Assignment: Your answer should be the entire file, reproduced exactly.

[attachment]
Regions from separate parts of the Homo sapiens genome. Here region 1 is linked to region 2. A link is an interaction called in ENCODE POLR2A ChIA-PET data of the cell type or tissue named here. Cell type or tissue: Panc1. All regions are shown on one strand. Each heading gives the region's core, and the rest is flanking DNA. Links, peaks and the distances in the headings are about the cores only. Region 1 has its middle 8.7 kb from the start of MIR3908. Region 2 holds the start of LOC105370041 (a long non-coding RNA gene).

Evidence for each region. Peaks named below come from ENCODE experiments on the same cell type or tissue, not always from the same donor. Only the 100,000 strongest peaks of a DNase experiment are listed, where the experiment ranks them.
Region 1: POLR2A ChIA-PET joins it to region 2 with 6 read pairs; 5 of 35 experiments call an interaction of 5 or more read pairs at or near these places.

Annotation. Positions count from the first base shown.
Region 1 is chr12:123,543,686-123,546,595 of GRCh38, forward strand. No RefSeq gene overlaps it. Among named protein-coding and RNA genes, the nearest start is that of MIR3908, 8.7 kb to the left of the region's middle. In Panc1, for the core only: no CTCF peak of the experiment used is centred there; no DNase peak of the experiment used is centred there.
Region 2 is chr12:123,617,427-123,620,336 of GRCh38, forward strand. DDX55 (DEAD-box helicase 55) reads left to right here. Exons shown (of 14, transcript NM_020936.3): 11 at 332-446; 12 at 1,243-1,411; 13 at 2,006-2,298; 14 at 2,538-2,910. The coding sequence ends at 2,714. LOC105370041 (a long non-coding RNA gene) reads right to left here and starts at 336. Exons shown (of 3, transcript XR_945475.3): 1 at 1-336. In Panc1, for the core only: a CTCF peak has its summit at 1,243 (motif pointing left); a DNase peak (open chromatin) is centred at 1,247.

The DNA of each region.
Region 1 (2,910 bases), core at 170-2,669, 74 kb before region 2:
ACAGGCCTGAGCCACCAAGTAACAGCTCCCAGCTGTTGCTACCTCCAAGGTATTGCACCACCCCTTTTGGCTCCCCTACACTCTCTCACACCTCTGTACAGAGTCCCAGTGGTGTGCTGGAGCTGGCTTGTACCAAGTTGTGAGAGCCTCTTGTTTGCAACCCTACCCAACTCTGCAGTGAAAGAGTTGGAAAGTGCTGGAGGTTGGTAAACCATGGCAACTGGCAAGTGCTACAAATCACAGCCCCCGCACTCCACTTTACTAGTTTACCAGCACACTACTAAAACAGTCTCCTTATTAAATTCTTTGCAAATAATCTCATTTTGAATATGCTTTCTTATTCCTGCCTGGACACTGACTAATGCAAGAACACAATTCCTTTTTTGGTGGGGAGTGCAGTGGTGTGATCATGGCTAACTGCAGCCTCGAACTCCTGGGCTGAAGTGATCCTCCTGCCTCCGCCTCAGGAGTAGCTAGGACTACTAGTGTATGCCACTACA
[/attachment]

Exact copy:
Regions from separate parts of the Homo sapiens genome. Here region 1 is linked to region 2. A link is an interaction called in ENCODE POLR2A ChIA-PET data of the cell type or tissue named here. Cell type or tissue: Panc1. All regions are shown on one strand. Each heading gives the region's core, and the rest is flanking DNA. Links, peaks and the distances in the headings are about the cores only. Region 1 has its middle 8.7 kb from the start of MIR3908. Region 2 holds the start of LOC105370041 (a long non-coding RNA gene).

Evidence for each region. Peaks named below come from ENCODE experiments on the same cell type or tissue, not always from the same donor. Only the 100,000 strongest peaks of a DNase experiment are listed, where the experiment ranks them.
Region 1: POLR2A ChIA-PET joins it to region 2 with 6 read pairs; 5 of 35 experiments call an interaction of 5 or more read pairs at or near these places.

Annotation. Positions count from the first base shown.
Region 1 is chr12:123,543,686-123,546,595 of GRCh38, forward strand. No RefSeq gene overlaps it. Among named protein-coding and RNA genes, the nearest start is that of MIR3908, 8.7 kb to the left of the region's middle. In Panc1, for the core only: no CTCF peak of the experiment used is centred there; no DNase peak of the experiment used is centred there.
Region 2 is chr12:123,617,427-123,620,336 of GRCh38, forward strand. DDX55 (DEAD-box helicase 55) reads left to right here. Exons shown (of 14, transcript NM_020936.3): 11 at 332-446; 12 at 1,243-1,411; 13 at 2,006-2,298; 14 at 2,538-2,910. The coding sequence ends at 2,714. LOC105370041 (a long non-coding RNA gene) reads right to left here and starts at 336. Exons shown (of 3, transcript XR_945475.3): 1 at 1-336. In Panc1, for the core only: a CTCF peak has its summit at 1,243 (motif pointing left); a DNase peak (open chromatin) is centred at 1,247.

The DNA of each region.
Region 1 (2,910 bases), core at 170-2,669, 74 kb before region 2:
ACAGGCCTGAGCCACCAAGTAACAGCTCCCAGCTGTTGCTACCTCCAAGGTATTGCACCACCCCTTTTGGCTCCCCTACACTCTCTCACACCTCTGTACAGAGTCCCAGTGGTGTGCTGGAGCTGGCTTGTACCAAGTTGTGAGAGCCTCTTGTTTGCAACCCTACCCAACTCTGCAGTGAAAGAGTTGGAAAGTGCTGGAGGTTGGTAAACCATGGCAACTGGCAAGTGCTACAAATCACAGCCCCCGCACTCCACTTTACTAGTTTACCAGCACACTACTAAAACAGTCTCCTTATTAAATTCTTTGCAAATAATCTCATTTTGAATATGCTTTCTTATTCCTGCCTGGACACTGACTAATGCAAGAACACAATTCCTTTTTTGGTGGGGAGTGCAGTGGTGTGATCATGGCTAACTGCAGCCTCGAACTCCTGGGCTGAAGTGATCCTCCTGCCTCCGCCTCAGGAGTAGCTAGGACTACTAGTGTATGCCACTACA